"The only thing Austin is known for is homicides and drugs and things of that nature," said Williams, who added that plenty of kids in the neighborhood rarely make it to downtown Chicago, even though it is only about a 15-minute drive.
"They didn't know much about outside that little community that they lived in," Williams said. "So how can you dream bigger than what you see?"
Williams' title is the director of entrepreneurship and economic development for By the Hand Club for Kids. He has worked with the organization for six years, and is now also the manager of the Austin Harvest market.
During the past several months, which have been filled with stress and angst and struggles across the country, that second job has brought Williams so much joy.
"The one thing that sticks out to me all the time," Williams said, "is, 'Man, I didn't have this growing up as a young, Black, African American kid on the West Side, in one of the toughest neighborhoods.'"
According to a 2014-18 community data snapshot put together by the Chicago Metropolitan Agency for Planning, the Austin neighborhood has a population of nearly 95,000. Roughly 80% of the community is African American and nearly 40% of the households have an income of $25,000 or less.
Located on the far West Side, Austin is the second largest of Chicago's 77 community areas. According to the CMAP data, about 33% of households have no vehicle available, and close to 39% have only one.
The area is also considered a kind of food desert, making it challenging for families to have easy access to groceries. After their discussion with the kids in June, the group of Chicago athletes boarded a bus and took a tour of the community and saw that situation for themselves.
"We've had the privilege to look away," Kipnis said last summer. "This was a good day to learn what you could do from here and kind of put yourself in someone else's shoes for the day. It was eye-opening."
That made the arrival of Austin Harvest an important addition to its neighborhood.
It was just an amazing beautiful day and the market was packed. This parent looked out of their window and said, 'Man, you never would've made me believe I ever would've seen this in my day prior to me dying.'Rodney Williams Sr.
"One of the things that inspired us to open up in the first place," Williams said, "is there were three grocery stores to about 18 liquor stores in our community. And since then, another grocery store closed down."
Travis noted that By the Hand had been trying for more than a decade to purchase the liquor store that stood next door to the organization's Austin complex. At dismissal time for the kids, it was not uncommon for a crowd to be outside the store, making for an uncomfortable and potentially unsafe situation for the young students as they headed home.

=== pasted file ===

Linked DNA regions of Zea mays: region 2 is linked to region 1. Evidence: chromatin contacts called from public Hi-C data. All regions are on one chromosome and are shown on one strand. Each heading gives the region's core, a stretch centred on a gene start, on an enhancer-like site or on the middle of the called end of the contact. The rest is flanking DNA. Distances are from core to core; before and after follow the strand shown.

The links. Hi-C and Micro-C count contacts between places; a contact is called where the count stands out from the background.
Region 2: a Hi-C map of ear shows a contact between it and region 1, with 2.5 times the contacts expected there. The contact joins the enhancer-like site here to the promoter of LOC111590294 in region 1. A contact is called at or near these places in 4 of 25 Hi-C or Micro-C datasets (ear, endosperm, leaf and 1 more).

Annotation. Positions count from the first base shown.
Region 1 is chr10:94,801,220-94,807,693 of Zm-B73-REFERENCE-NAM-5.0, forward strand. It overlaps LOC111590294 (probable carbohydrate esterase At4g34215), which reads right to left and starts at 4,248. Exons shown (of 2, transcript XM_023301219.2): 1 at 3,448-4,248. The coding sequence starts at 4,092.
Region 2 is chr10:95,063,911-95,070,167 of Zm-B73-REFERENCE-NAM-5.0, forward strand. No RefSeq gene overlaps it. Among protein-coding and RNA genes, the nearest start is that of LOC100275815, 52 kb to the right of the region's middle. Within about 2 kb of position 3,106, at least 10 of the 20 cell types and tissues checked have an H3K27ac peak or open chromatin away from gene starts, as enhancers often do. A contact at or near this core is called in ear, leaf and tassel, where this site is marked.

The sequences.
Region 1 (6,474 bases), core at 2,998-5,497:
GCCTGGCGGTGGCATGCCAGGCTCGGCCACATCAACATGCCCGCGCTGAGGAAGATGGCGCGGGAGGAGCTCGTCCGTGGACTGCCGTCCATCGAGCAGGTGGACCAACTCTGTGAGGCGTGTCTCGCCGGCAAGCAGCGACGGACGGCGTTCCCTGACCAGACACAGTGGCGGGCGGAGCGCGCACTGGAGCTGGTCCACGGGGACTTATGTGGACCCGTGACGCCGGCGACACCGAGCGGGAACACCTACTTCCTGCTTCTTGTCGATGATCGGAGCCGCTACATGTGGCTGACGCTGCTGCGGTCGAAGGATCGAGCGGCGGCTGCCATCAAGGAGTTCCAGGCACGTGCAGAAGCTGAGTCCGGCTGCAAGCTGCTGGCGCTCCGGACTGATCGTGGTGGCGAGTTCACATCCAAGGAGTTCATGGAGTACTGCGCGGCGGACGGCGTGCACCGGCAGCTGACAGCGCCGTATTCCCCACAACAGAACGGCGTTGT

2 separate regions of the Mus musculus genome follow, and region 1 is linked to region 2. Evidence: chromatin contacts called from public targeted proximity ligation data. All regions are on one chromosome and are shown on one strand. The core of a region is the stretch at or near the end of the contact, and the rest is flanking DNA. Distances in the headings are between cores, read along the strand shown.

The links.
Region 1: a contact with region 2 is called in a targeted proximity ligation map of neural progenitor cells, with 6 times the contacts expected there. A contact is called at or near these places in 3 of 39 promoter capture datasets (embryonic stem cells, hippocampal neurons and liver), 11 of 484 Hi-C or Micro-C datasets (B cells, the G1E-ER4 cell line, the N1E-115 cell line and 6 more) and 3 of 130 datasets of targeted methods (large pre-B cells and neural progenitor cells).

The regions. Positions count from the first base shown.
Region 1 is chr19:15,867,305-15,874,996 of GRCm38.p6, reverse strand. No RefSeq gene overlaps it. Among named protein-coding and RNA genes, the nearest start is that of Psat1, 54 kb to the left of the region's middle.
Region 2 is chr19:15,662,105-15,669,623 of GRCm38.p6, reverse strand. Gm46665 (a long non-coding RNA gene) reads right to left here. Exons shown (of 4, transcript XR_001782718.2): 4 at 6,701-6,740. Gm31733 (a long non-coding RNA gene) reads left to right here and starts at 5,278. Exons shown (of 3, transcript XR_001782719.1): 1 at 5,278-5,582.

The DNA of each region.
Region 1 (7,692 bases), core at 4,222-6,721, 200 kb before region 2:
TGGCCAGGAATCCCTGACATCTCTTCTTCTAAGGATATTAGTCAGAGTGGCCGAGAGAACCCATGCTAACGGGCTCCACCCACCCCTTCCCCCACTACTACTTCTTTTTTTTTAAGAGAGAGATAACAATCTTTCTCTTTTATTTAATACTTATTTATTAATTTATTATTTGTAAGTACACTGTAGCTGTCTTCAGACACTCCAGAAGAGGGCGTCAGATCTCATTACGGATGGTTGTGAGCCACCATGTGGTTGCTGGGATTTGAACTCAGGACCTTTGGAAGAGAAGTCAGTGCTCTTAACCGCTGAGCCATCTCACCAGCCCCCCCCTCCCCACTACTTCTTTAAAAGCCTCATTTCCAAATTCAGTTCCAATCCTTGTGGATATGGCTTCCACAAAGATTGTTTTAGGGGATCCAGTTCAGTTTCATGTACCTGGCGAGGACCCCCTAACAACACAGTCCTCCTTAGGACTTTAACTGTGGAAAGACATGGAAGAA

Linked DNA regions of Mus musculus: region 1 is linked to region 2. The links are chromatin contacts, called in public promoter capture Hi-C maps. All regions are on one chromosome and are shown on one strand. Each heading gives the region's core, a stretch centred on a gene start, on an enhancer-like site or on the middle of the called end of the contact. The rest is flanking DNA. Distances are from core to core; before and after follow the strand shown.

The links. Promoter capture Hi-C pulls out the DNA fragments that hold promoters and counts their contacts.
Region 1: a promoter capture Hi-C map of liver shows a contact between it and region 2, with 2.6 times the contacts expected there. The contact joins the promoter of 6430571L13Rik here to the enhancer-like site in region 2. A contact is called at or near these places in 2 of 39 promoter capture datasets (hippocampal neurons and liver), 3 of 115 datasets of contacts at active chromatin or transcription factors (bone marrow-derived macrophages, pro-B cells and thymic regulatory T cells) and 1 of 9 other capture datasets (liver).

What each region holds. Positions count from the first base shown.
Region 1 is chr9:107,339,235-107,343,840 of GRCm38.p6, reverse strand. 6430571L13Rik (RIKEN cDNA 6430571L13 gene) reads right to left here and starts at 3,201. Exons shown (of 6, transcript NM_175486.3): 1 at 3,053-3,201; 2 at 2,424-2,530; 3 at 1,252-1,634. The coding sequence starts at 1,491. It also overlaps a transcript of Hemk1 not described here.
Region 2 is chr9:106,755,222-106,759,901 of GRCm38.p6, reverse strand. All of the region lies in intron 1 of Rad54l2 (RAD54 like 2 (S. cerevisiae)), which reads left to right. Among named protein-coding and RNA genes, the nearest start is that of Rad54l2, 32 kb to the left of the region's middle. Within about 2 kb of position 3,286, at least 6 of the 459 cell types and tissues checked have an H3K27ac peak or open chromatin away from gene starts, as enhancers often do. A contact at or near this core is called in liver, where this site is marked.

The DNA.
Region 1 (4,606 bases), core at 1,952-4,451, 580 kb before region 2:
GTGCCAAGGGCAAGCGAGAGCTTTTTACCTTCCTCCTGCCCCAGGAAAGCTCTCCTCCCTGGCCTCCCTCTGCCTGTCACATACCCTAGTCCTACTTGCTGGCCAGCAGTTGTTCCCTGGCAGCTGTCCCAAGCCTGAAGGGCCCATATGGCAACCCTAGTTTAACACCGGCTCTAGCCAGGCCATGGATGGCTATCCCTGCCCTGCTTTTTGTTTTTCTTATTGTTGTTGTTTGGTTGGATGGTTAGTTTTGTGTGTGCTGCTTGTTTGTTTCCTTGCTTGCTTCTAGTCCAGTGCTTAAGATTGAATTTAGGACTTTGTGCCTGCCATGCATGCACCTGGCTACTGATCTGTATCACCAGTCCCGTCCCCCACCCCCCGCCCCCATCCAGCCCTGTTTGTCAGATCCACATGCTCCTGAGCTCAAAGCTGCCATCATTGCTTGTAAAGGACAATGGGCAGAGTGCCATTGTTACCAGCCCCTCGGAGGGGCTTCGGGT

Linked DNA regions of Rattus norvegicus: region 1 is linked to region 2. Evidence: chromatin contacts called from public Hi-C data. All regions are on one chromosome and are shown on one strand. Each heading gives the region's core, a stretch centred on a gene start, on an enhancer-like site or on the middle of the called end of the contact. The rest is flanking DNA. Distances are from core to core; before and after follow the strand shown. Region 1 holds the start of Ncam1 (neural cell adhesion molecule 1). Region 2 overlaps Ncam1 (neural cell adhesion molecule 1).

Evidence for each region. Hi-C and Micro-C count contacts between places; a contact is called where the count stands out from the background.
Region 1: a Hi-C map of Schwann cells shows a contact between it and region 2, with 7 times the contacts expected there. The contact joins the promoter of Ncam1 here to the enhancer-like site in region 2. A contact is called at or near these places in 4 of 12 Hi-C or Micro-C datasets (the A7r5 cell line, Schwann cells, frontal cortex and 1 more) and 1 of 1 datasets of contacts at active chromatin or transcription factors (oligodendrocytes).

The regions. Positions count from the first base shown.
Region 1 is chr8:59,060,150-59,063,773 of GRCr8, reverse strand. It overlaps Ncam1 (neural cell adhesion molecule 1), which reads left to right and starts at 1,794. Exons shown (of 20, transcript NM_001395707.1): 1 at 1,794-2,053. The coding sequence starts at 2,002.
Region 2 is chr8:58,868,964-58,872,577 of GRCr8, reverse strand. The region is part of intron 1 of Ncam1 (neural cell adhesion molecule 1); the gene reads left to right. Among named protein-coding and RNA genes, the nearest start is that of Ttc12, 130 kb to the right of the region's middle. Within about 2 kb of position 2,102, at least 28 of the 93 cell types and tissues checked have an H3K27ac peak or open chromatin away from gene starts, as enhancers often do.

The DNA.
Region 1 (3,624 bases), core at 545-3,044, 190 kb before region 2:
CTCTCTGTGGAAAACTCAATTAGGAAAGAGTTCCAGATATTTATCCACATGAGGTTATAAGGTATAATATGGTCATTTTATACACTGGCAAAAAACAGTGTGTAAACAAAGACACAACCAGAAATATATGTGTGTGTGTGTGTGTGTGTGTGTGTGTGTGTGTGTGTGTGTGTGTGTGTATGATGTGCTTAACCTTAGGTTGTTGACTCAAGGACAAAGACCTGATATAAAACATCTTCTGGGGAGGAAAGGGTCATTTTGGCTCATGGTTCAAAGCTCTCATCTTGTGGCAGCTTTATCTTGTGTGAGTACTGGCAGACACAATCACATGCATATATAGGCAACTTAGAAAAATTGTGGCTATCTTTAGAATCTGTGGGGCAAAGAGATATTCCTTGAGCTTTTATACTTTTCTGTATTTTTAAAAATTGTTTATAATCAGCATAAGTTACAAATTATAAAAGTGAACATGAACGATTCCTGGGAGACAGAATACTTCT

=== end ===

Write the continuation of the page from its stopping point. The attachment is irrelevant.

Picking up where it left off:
Then, the Belmonte Cut Rate Liquors building was among the stores vandalized during the looting last summer.
Within days of the "healing circles" event, Travis approached the owner of the store as he swept up broken glass outside. She felt it was an opportunity to find a "win-win" solution for By the Hand and the owner.
"It was a hot day," Travis said. "He was there with a broom, sweeping out broken bottles. You could smell the liquor. I just said, 'Hey, can we please talk?'"
'These kids chose to build'
Once the idea for Austin Harvest was born, it was the kids who led the way.
The kids came up with the name. They designed the logo. They thought up the tagline: "Building community through fresh food." And Williams let out a chuckle when noting that it was the boys involved in the project who asked for aprons with the names on the front.
"I remember when I was a kid and working in a restaurant," Williams said with a laugh. "I hated to wear an apron. I was embarrassed for anybody to see me in this apron."
The kids working at Austin Harvest are not embarrassed. Williams said they are bursting with pride. The liquor store was demolished in July, and the market was up and running by the end of August. The teens saw change in real time, and they played a crucial role in making it all happen.
"These kids chose to build," Williams said.
The entrance to Austin Harvest has a bright orange beam and trailer, which functions as the checkout station. Once inside, there are tables filled with all kinds of fresh veggies and fruits, plus healthy snacks and drinks. There is a stage for live music or other events for the community.
And there are locally sourced flowers. When the market was open last summer, those sold at a swift rate. Williams said husbands would swing by regularly to pick up flowers to bring home. Local businesses would purchase some for events or for their stores.
"It blew my mind that flowers was our No. 1 seller," Williams said. "You find out just how much people want to smile, need to be encouraged."
One of the things that inspired us to open up in the first place is, there were three grocery stores to about 18 liquor stores in our community. And since then, another grocery store closed down.Rodney Williams Sr.
The market closed for the winter, but it is working toward reopening in June. By the Hand is currently trying to raise funds to help convert the space into a year-round market, so access to food is not limited to the summer months.
Williams said he has hired five more kids for when the store does open again, bringing the total up to 15 for next season. They have been learning entrepreneur skills and earning $15 per hour in the process.